We see more and more automation and use of software in the solar industry. Nowadays you can draw a solar panel installation plan on an aerial photo with various software packages, and then offer a complete solar system within minutes. And that’s good news. Solar panels can thus be provided much more efficiently and at competitive prices, while the installer maintains a healthy profit margin. But how reliable are the laying plans made remotely? And what are the consequences if the installation plan designed in the software does not fit in practice?
Frustrations when a laying plan does not fit in practice
Although more and more installers rely on laying plans made in software, this also causes problems. Imagine: you have created an online design, sent a quote to the customer, and that has been agreed. Full of good cheer, your installation team with 15 panels is in front of the door, only to find out that only ten panels fit on the roof. That changes the case! Your promise to the customer cannot be kept, which leads to a lot of frustration. Is your team going home in a more relaxed way? Or do you only install ten panels at a discount? In any case, this leads to a lot of frustration and costs.
Why a solar panel installation plan does not by definition fit
Why does this regularly go wrong in software? This has to do with two things: (1) the perspective of the aerial photo and (2) the determination of the roof angle.
An aerial photo is always reasonable to scale, but unfortunately never taken exactly right from above. When a plane flies over, a new picture is taken every few hundred meters. Afterward, those photos are stuck together to form one whole. Every aerial photo, and even every part of it, therefore has a different perspective. The further you come to the edge of the picture, the skewer the view. Because other software packages do not take this into account, things often go wrong here. Even if you can manually straighten the panels for a good looking picture, this does not take the right perspective into account! If you treat every photo as if it is straight from the top, you will go wrong. With all its consequences…
An airplane takes a photo of the surroundings from one point, which means that the perspective differs in different directions
In practice: every red dot is an actual aerial photo recording. The blue lines indicate the aerial limits. If we zoom in on a building on the edge of such a border, we see a highly distorted perspective.
Secondly, there is the determination of the roof angle. This is crucial when signing up to scale. The solar panels that you subscribe must be sized at the same roof angle as the actual roof. Are you entering the wrong roof angle? Even then, you go crazy. Unfortunately, determining the roof angle in most software packages is cumbersome. For example, a street view photo must be used. This takes time and, moreover, the street view is not always available.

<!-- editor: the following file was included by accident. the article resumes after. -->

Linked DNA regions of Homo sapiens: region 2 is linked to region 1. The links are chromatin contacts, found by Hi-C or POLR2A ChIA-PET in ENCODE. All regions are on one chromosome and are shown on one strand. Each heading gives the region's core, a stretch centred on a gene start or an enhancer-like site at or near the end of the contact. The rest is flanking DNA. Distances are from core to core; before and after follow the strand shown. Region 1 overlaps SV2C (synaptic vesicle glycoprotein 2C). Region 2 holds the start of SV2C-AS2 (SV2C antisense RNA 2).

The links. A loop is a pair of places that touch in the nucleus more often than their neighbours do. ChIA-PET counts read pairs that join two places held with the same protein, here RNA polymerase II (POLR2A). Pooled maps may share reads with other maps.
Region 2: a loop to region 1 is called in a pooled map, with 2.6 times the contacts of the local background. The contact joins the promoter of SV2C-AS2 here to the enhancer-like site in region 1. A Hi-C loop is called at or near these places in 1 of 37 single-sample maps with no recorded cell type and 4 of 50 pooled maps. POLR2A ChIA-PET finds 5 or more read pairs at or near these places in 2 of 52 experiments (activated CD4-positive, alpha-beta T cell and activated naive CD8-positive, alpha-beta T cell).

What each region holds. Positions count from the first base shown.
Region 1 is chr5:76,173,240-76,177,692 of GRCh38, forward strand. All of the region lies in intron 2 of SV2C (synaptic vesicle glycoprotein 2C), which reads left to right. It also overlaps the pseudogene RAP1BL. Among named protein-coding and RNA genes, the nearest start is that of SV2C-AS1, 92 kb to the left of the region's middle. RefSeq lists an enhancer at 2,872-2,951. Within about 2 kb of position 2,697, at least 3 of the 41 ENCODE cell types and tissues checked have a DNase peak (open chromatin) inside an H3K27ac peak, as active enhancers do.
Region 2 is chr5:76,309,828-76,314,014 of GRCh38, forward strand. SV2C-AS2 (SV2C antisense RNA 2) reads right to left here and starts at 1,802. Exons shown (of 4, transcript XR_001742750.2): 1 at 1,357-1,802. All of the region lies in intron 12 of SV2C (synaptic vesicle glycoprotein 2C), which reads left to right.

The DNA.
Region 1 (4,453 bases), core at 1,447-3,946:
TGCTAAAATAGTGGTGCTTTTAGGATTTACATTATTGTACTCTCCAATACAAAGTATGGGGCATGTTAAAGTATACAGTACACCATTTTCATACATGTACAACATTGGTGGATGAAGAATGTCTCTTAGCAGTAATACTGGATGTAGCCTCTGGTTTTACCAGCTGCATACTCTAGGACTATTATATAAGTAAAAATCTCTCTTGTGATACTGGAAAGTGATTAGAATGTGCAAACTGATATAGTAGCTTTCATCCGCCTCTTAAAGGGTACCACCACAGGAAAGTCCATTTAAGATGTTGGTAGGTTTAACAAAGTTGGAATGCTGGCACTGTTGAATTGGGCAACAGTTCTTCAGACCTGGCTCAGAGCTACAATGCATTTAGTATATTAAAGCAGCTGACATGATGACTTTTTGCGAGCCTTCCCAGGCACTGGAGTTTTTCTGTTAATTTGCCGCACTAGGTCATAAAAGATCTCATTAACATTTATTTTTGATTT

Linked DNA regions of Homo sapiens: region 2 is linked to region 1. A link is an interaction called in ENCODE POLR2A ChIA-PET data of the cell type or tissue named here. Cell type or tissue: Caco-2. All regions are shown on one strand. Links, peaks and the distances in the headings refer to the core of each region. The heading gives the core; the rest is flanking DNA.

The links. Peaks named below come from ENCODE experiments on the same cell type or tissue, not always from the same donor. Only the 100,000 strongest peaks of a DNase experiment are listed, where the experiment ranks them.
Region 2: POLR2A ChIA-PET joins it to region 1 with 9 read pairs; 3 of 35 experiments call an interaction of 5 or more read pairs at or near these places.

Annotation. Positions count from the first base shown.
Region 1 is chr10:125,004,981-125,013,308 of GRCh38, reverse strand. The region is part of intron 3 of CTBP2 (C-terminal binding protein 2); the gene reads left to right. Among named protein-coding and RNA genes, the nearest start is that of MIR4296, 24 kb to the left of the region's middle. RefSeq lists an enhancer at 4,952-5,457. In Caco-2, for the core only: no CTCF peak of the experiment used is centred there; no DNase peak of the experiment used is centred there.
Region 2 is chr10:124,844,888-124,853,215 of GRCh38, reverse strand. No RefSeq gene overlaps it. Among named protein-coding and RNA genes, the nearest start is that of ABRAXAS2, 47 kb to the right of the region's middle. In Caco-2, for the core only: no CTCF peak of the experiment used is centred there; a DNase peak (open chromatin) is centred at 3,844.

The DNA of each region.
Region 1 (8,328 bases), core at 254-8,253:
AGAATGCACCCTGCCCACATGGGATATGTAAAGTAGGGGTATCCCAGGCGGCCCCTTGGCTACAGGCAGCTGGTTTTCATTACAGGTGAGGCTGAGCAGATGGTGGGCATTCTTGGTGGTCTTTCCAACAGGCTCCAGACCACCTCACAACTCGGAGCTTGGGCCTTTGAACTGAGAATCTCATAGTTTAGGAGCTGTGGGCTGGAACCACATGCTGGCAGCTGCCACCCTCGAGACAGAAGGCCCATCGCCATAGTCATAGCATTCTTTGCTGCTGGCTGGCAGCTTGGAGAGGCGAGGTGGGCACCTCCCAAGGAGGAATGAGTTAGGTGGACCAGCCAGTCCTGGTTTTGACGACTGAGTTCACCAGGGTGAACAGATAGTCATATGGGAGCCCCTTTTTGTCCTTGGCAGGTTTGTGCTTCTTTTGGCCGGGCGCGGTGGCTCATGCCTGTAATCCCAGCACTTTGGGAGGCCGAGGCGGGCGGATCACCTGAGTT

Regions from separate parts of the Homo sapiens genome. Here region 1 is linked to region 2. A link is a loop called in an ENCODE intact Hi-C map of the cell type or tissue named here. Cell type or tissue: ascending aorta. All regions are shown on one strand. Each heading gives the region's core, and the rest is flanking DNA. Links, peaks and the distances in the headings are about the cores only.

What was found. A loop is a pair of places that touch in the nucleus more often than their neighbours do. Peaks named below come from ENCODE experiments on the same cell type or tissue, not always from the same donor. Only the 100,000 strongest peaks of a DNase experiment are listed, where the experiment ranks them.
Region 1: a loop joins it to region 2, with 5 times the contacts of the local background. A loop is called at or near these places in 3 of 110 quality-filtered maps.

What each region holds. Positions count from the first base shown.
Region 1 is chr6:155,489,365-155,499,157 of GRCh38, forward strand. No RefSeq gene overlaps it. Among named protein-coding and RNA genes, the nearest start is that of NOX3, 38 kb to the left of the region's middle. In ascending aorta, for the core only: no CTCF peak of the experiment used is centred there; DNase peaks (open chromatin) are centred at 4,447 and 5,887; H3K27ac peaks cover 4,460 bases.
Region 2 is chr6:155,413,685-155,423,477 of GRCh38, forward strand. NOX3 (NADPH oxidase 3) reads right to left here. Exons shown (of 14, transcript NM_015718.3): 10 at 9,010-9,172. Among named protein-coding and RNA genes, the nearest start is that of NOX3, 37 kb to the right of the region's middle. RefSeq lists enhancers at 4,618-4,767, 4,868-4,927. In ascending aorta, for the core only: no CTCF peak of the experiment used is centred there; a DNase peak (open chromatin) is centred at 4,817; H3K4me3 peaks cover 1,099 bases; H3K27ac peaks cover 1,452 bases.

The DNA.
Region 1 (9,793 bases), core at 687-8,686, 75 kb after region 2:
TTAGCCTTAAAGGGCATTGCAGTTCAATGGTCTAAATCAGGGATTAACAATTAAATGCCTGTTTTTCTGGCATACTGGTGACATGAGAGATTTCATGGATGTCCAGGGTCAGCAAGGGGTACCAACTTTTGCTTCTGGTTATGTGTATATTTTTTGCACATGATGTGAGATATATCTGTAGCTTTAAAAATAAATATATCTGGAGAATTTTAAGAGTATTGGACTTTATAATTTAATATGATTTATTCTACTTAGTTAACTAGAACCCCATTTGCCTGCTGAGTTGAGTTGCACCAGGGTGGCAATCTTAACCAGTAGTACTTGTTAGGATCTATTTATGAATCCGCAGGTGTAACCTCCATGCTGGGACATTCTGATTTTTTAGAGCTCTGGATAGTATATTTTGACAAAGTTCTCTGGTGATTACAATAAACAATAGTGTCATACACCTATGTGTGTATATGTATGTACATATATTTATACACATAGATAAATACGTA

How Solar Monkey ensures that your installation plans always fit in practice
Exactly how we do it remains the blacksmith’s secret, but we have developed a solution with a combination of aerial photos, 3D elevation data, and a few quick math heads. We ensure that the perspective of the picture is calculated precisely, and the panels are scaled accordingly. Besides, the roof angle is calculated automatically. Below two examples from Solar Monkey:
In this case, you see that the sidewall is visible so that you immediately recognize that the photo was taken at a large angle. The panels must be fitted to the building in the right perspective. As soon as you turn the panels in Solar Monkey one way, they immediately jump into the proper perspective on the roof. Simple and effective.
This second case is a lot more insidious. The photo was taken a right over the building from the north. This makes it seem as if the north side of the roof is much larger than the south side, while in reality, this is not the case. Without correct correction, you would miss out on this. In Solar Monkey, the scale of the panels adjusts automatically, and you can see that on both roof surfaces four panels fit from top to bottom. Beautiful!
And that roof corner? In most cases, this is automatically determined for you based on the 3D height data. That way, you can get started right away, and we make it as easy as possible for you because it is so lovely if you can fully trust your software.
We launched this functionality in January 2018. What impact has this had on our customers? We ask Bart Boelens from ESS zonnepanelen, who also has experience with other sign-in software: “It used to happen that I regularly made a laying plan to find out that it did not fit on the day of installation. It was incredibly annoying, both for the customer and for ourselves! Now we have certainty, which gives confidence in sending the quotes. ”
Not yet a Solar Monkey customer? Do you want to see this with your own eyes? Request your free demo below.